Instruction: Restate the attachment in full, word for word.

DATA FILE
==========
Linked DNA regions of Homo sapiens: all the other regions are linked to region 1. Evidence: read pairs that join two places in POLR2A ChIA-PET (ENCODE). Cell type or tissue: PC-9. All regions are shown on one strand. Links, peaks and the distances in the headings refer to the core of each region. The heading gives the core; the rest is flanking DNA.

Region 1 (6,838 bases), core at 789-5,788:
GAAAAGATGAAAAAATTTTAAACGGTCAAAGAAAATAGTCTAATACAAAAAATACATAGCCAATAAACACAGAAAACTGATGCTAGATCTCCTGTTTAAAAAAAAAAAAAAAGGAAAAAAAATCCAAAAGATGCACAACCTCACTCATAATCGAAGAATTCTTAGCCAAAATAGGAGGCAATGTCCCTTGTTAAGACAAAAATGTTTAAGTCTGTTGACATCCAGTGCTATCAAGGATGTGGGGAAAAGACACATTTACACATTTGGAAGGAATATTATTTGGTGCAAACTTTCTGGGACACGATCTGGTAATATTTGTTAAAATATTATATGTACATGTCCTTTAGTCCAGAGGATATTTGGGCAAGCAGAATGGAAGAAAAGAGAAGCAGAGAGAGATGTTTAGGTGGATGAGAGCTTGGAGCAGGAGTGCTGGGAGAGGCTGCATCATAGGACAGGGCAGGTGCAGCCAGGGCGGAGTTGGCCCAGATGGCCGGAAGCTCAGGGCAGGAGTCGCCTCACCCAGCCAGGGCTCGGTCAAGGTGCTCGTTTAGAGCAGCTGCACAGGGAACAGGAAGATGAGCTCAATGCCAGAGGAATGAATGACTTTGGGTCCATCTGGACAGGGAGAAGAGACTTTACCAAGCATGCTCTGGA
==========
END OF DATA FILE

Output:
Linked DNA regions of Homo sapiens: all the other regions are linked to region 1. Evidence: read pairs that join two places in POLR2A ChIA-PET (ENCODE). Cell type or tissue: PC-9. All regions are shown on one strand. Links, peaks and the distances in the headings refer to the core of each region. The heading gives the core; the rest is flanking DNA.

Region 1 (6,838 bases), core at 789-5,788:
GAAAAGATGAAAAAATTTTAAACGGTCAAAGAAAATAGTCTAATACAAAAAATACATAGCCAATAAACACAGAAAACTGATGCTAGATCTCCTGTTTAAAAAAAAAAAAAAAGGAAAAAAAATCCAAAAGATGCACAACCTCACTCATAATCGAAGAATTCTTAGCCAAAATAGGAGGCAATGTCCCTTGTTAAGACAAAAATGTTTAAGTCTGTTGACATCCAGTGCTATCAAGGATGTGGGGAAAAGACACATTTACACATTTGGAAGGAATATTATTTGGTGCAAACTTTCTGGGACACGATCTGGTAATATTTGTTAAAATATTATATGTACATGTCCTTTAGTCCAGAGGATATTTGGGCAAGCAGAATGGAAGAAAAGAGAAGCAGAGAGAGATGTTTAGGTGGATGAGAGCTTGGAGCAGGAGTGCTGGGAGAGGCTGCATCATAGGACAGGGCAGGTGCAGCCAGGGCGGAGTTGGCCCAGATGGCCGGAAGCTCAGGGCAGGAGTCGCCTCACCCAGCCAGGGCTCGGTCAAGGTGCTCGTTTAGAGCAGCTGCACAGGGAACAGGAAGATGAGCTCAATGCCAGAGGAATGAATGACTTTGGGTCCATCTGGACAGGGAGAAGAGACTTTACCAAGCATGCTCTGGA